Reliable inference of exoplanet light-curve parameters using deterministic and stochastic systematics models

N. P. Gibson

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44 Citations (Scopus)
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Time series photometry and spectroscopy of transiting exoplanets allow us to study their atmospheres. Unfortunately, the required precision to extract atmospheric information surpasses the design specifications of most general purpose instrumentation, resulting in instrumental systematics in the light curves that are typically larger than the target precision. Systematics must therefore be modelled, leaving the inference of light-curve parameters conditioned on the subjective choice of systematics models and model selection criteria. This paper aims to test the reliability of the most commonly used deterministic systematics models and model selection criteria. As we are primarily interested in recovering light-curve parameters rather than the favoured systematics model, marginalization over systematics models is introduced as a more robust alternative than simple model selection. This can incorporate uncertainties in the choice of systematics model into the error budget as well as the model parameters. Its use is demonstrated using a series of simulated transit light curves. Stochastic models, specifically Gaussian processes, are also discussed in the context of marginalization over systematics models, and are found to reliably recover the transit parameters for a wide range of systematics functions. None of the tested model selection criteria - including the Bayesian information criterion - routinely recovered the correct model. This means that commonly used methods that are based on simple model selection may underestimate the uncertainties when extracting transmission and eclipse spectra from real data, and low significance claims using such techniques should be treated with caution. In general, no systematics modelling techniques are perfect; however, marginalization over many systematics models helps to mitigate poor model selection, and stochastic processes provide an even more flexible approach to modelling instrumental systematics.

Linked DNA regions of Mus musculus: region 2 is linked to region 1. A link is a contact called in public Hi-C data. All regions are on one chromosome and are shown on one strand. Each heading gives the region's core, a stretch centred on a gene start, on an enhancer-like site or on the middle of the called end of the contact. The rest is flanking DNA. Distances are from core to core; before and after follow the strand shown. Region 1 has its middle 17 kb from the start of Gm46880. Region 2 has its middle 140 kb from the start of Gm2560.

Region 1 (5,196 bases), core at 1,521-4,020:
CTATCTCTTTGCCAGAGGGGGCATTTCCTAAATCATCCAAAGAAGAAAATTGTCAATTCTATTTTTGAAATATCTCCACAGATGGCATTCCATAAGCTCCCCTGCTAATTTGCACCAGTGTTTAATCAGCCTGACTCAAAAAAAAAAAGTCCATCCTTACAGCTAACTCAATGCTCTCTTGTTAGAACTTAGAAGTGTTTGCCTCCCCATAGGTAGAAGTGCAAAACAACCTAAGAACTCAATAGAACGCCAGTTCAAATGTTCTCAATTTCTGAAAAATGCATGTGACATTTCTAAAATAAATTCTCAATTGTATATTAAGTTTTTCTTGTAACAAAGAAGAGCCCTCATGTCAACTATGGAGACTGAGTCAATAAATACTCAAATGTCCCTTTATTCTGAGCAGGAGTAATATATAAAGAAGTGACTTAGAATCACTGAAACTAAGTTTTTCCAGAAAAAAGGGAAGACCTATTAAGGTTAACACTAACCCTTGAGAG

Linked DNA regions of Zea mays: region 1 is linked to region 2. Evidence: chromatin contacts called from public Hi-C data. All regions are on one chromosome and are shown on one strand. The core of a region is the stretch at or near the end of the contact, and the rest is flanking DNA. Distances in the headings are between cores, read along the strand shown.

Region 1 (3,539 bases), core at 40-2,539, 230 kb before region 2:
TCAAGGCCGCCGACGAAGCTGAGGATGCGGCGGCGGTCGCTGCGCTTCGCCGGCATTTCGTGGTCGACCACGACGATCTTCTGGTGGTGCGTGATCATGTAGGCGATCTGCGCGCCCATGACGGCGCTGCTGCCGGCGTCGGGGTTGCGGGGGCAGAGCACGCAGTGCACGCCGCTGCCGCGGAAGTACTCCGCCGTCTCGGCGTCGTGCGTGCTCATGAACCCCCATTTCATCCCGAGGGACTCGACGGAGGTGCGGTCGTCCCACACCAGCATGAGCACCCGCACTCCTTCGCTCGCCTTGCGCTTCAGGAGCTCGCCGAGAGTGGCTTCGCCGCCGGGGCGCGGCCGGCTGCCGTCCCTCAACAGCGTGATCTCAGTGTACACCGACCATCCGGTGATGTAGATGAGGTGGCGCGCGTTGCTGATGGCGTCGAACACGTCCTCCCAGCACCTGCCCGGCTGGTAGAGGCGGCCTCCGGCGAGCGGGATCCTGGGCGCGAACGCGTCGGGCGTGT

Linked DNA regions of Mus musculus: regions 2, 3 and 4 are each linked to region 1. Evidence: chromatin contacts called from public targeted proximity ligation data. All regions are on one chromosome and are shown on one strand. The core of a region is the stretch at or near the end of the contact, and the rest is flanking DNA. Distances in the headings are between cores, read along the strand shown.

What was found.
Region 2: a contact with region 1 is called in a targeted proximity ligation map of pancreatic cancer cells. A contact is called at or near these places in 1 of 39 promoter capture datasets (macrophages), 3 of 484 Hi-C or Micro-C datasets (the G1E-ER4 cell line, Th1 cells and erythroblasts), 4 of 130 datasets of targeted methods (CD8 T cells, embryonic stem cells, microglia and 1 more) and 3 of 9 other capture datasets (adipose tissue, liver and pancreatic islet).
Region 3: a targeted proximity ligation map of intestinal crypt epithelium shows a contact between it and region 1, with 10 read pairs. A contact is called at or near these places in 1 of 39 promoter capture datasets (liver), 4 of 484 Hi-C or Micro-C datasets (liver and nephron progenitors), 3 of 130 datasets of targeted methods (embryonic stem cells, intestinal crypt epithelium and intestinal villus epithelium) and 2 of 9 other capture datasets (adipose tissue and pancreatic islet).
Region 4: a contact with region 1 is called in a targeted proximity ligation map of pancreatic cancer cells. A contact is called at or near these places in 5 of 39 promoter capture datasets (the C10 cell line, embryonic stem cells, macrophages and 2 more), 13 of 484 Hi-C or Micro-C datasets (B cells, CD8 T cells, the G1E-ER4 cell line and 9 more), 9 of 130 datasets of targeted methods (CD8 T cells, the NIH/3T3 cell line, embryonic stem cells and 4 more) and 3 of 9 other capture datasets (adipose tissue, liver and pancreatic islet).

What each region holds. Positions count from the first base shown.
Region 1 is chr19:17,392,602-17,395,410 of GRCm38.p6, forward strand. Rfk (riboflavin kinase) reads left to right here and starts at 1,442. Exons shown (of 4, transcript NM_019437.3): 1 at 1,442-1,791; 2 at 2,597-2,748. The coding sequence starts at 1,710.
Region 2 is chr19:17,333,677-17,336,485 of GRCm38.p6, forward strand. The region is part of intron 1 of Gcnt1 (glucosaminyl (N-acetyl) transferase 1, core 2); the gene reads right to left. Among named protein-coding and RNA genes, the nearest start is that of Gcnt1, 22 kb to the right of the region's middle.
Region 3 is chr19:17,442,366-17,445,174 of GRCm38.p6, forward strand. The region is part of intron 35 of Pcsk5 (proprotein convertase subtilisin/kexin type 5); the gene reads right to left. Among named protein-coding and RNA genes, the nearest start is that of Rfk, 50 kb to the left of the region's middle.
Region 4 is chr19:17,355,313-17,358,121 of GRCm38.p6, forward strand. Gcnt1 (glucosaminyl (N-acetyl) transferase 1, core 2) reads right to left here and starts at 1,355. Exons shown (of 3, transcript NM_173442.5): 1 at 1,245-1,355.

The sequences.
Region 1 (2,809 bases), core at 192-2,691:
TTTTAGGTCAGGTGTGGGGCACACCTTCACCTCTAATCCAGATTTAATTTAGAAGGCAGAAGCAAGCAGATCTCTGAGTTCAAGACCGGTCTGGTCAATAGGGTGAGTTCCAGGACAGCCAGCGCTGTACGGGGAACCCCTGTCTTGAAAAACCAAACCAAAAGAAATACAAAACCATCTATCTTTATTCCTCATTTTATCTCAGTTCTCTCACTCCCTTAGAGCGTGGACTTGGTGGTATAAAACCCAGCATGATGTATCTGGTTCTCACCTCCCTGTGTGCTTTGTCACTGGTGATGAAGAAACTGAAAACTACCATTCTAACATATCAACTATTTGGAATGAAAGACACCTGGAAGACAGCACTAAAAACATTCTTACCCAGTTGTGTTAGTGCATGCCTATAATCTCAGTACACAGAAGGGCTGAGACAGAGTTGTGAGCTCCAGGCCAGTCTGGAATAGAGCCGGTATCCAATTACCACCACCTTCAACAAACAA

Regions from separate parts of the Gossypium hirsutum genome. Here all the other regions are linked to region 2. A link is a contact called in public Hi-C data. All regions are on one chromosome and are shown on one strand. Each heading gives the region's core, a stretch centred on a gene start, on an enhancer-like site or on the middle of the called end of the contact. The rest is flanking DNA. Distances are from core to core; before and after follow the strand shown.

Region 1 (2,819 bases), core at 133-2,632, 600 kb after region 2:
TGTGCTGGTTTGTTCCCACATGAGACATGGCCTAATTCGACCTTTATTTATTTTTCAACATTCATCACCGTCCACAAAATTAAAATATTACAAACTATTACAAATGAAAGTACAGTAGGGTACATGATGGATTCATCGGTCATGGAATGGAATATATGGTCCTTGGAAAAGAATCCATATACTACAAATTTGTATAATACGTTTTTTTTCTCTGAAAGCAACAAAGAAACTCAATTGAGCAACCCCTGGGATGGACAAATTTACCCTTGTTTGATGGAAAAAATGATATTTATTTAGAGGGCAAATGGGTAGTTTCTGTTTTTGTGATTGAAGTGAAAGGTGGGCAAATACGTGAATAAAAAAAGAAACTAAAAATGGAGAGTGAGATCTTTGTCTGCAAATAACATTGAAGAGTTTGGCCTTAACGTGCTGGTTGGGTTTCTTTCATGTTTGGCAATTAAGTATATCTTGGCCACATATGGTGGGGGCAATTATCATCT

Original languageEnglish
Pages (from-to)3401-3414
Number of pages14
JournalMonthly Notices of the Royal Astronomical Society
Issue number4
Early online date29 Oct 2014
Publication statusPublished - 21 Dec 2014
Externally publishedYes


  • methods: data analysis
  • methods: statistical
  • techniques: photometric
  • techniques: spectroscopic
  • planetary systems


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